Delhi has a lot more to offer and one historical tourist attraction in its long list of places is a 6 km long fort. This fort is known as Tughlaqabad Fort and is located in South Delhi. The fort is now a quiet and lonely symbol of the Tughlaq dynasty. Tughlaqabad fort has walls which are up to 15 meters high and architecture inspired by the Indo-Islamic culture. All this makes this fort a unique construction of its time.
The ideal time to visit the fort is between October to March as the weather is good during this time. The fort remains open on all 7 days of the week and the entry time is 09:00 am to 05:00 pm.
Historians claim that the fort was built in the 14th century. During this time, Ghyasuddin Tughlaq came to power after conducting a successful political coup against the Khilji rule and then established a township in the name of his kingdom Tughlaqabad. Construction of a magnificent fort and a town in the name of the kingdom was a dream of Ghyasuddin and immediately after gaining control over the throne, he started the work. The construction of the fort took 4 years to complete. The fort was built for defence purposes and not as an architectural specimen.
The primary motive was to build a safe place from the Mongol invaders and attacks. There are many folklores behind the abandonment of the fort and the two majorly believed stories belong to Sufi saints. As per the first one, renowned Sufi Saint Nizamuddin Aulia cursed Ghyasuddin’s fort by saying “Ya rahey ujjar, ya basey Gujjar” which means either the fort should stay barren or gets visited by nomads who don’t stay at a place for long. Another story claims that a Sufi Saint predicted: “hanuz Dili dur aste” for the then ruler of the fort which meant that ‘Delhi is very far’ and later the news of the murder of the ruler on his way back to Delhi from Bengal came.
Today, the fort is preserved and maintained by ASI. The fort does not see many visitors as the tag of haunted keeps the tourists and locals away from this place. Many believe the curse of the Sufi saint still works and that’s why no one wants to visit the fort.
The architecture of the fort is such that it will leave you awestruck. It is divided into two sections - one section comprises the citadel and the other has the palatial residences. The entire construction is done on granite and covers 6 km of land.
The fort has a rich history and because the place was ruled by Ghiyas-ud-din, Tughlaq locals share many stories about him. Historians claim that Ghiyasudin was quite happy with the design and construction of the fort. He ordered all the labourers of the region to build this fort which disappointed a Sufi Saint, Hazarat Nizamuddin Aulia, as the construction of a Baoli (well) got impacted by this decision. Many believe that he then cursed the king and as a result of it, the place got abandoned and got the tag of haunted after some years.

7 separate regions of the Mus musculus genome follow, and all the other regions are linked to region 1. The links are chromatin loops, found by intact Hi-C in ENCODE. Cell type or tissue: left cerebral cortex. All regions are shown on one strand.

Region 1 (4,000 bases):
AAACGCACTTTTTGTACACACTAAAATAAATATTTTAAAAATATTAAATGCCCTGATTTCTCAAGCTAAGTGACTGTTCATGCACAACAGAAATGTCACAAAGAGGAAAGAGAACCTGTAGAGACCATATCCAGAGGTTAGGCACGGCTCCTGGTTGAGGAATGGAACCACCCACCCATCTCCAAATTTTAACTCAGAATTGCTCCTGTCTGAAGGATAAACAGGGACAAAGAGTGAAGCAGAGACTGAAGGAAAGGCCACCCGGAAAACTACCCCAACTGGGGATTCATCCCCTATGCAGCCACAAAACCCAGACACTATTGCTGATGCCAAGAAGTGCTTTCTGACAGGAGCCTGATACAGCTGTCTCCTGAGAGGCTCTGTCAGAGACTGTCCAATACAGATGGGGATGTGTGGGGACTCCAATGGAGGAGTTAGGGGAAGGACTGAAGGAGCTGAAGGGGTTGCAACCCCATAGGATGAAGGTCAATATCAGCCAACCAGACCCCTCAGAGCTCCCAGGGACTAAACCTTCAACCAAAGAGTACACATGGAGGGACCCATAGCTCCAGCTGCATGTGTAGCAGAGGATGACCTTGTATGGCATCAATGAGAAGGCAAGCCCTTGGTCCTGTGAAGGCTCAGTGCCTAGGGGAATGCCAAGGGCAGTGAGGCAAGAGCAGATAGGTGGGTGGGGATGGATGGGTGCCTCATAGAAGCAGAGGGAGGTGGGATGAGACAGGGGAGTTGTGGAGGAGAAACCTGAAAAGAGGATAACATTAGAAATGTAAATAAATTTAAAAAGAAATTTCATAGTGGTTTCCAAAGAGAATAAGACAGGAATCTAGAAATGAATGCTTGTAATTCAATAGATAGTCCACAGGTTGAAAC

The tomb is built up in the main centre of the fort. The fort also features an artificial man-made lake that was visited and admired by tourists for its beauty. At present, the lake has been transformed into the Mehrauli-Badarpur road.
Tomb of Ghiyas-ud-Din Tughlaq is on the entryway and has been built upon the red sandstone. Alongside this, one can also explore the lush green lawns. Built-up in the centre of the fort complex, the construction of the tomb is such that the voice gets amplified here.
To reach Tughlaqabad Fort, you will need to cover a total distance of about 1,407, 1,488, 2,150 km from Indian cities like Mumbai, Kolkata, and Bengaluru respectively. Check out the following details on how you can reach Tughlaqabad Fort by the following means of public transport.
Deboard at the Indira Gandhi International Airport (DEL) situated about 20 km away. The Delhi Airport has very good flight connectivity with several prominent cities and towns of India via direct and connecting flights. From the airport, you can easily book a taxi, hire an auto-rickshaw, take a bus or a metro to reach here.
Deboard at the Nizamuddin Railway Station which is just 10-15 km away from the fort. The said station is well-routed with other Indian cities with good train frequency. From the railway station, board a cab, bus, auto-rickshaw or metro to reach here.
If you are residing in nearby regions, then you can also consider travelling here by roadways. The overall road connectivity to Delhi from other cities is very good as the national highways and roads are well-maintained and well-connected. You can take state-run/private buses, board a taxi or drive your own vehicle to this place.
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